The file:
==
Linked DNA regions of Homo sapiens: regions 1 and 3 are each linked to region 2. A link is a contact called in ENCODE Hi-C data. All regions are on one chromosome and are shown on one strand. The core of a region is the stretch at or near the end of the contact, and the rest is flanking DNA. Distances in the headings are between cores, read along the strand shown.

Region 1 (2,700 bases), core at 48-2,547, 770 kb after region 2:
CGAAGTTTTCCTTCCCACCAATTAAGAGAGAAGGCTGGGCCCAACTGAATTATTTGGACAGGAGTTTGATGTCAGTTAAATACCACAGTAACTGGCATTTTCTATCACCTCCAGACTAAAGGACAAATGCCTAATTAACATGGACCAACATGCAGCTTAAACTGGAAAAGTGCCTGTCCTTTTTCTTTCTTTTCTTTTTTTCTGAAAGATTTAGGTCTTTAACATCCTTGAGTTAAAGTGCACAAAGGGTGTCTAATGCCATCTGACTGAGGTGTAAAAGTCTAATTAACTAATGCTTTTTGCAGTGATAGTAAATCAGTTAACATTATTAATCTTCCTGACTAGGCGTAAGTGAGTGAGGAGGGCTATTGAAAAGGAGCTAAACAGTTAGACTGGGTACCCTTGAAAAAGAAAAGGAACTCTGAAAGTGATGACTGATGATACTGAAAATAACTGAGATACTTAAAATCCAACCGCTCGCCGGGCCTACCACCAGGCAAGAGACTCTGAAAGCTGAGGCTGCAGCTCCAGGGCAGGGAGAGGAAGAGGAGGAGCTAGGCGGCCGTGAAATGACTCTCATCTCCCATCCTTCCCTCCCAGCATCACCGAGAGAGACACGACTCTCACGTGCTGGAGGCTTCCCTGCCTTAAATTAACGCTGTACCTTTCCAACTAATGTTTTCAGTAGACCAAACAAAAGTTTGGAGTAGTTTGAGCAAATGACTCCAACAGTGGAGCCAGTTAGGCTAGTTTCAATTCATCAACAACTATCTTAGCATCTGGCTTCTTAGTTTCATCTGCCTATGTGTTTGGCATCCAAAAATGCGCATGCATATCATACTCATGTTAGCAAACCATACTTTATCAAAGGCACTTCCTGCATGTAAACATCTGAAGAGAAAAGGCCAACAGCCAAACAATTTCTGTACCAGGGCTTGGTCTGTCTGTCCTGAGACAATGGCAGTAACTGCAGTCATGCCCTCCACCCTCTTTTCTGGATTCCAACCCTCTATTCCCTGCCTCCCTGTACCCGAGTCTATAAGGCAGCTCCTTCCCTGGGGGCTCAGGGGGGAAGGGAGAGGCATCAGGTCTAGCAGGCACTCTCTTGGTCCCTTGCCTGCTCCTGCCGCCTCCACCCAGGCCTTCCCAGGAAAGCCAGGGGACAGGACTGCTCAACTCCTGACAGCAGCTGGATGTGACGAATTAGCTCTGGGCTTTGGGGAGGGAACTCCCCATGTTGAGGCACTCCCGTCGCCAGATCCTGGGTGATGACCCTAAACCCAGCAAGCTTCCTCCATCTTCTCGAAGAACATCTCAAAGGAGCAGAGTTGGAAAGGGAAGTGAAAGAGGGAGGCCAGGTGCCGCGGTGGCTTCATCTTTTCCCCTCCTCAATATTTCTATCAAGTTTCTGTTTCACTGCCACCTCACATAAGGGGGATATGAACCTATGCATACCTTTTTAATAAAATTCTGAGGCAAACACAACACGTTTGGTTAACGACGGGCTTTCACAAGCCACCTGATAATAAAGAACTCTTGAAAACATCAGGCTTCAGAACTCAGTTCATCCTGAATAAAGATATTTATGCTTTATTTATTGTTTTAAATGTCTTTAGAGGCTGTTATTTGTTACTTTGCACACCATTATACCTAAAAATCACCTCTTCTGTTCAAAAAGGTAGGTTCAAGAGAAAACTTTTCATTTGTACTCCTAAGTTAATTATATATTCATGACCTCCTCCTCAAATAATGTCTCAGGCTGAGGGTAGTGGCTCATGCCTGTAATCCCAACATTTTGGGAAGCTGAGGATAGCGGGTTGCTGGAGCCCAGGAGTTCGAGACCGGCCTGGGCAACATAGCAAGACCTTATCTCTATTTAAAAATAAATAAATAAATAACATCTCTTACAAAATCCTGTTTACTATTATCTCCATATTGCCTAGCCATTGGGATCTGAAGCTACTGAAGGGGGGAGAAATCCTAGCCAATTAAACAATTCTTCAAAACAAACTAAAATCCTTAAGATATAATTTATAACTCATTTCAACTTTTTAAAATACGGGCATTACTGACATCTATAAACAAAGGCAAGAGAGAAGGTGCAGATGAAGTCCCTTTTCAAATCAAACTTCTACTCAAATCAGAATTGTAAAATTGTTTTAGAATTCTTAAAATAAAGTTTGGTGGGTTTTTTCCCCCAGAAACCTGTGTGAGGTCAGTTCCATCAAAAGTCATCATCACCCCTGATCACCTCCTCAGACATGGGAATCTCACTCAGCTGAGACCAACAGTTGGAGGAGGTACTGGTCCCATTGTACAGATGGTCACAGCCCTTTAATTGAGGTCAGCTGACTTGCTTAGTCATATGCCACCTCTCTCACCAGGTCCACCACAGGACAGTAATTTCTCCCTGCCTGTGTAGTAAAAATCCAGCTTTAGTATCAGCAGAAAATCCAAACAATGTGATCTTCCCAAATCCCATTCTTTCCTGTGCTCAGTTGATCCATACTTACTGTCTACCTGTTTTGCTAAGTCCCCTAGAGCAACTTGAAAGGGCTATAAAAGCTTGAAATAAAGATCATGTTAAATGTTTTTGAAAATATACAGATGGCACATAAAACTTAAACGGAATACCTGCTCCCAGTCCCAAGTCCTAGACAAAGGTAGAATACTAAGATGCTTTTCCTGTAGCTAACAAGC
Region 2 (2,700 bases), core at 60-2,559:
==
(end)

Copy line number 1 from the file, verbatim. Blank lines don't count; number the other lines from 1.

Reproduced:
Linked DNA regions of Homo sapiens: regions 1 and 3 are each linked to region 2. A link is a contact called in ENCODE Hi-C data. All regions are on one chromosome and are shown on one strand. The core of a region is the stretch at or near the end of the contact, and the rest is flanking DNA. Distances in the headings are between cores, read along the strand shown.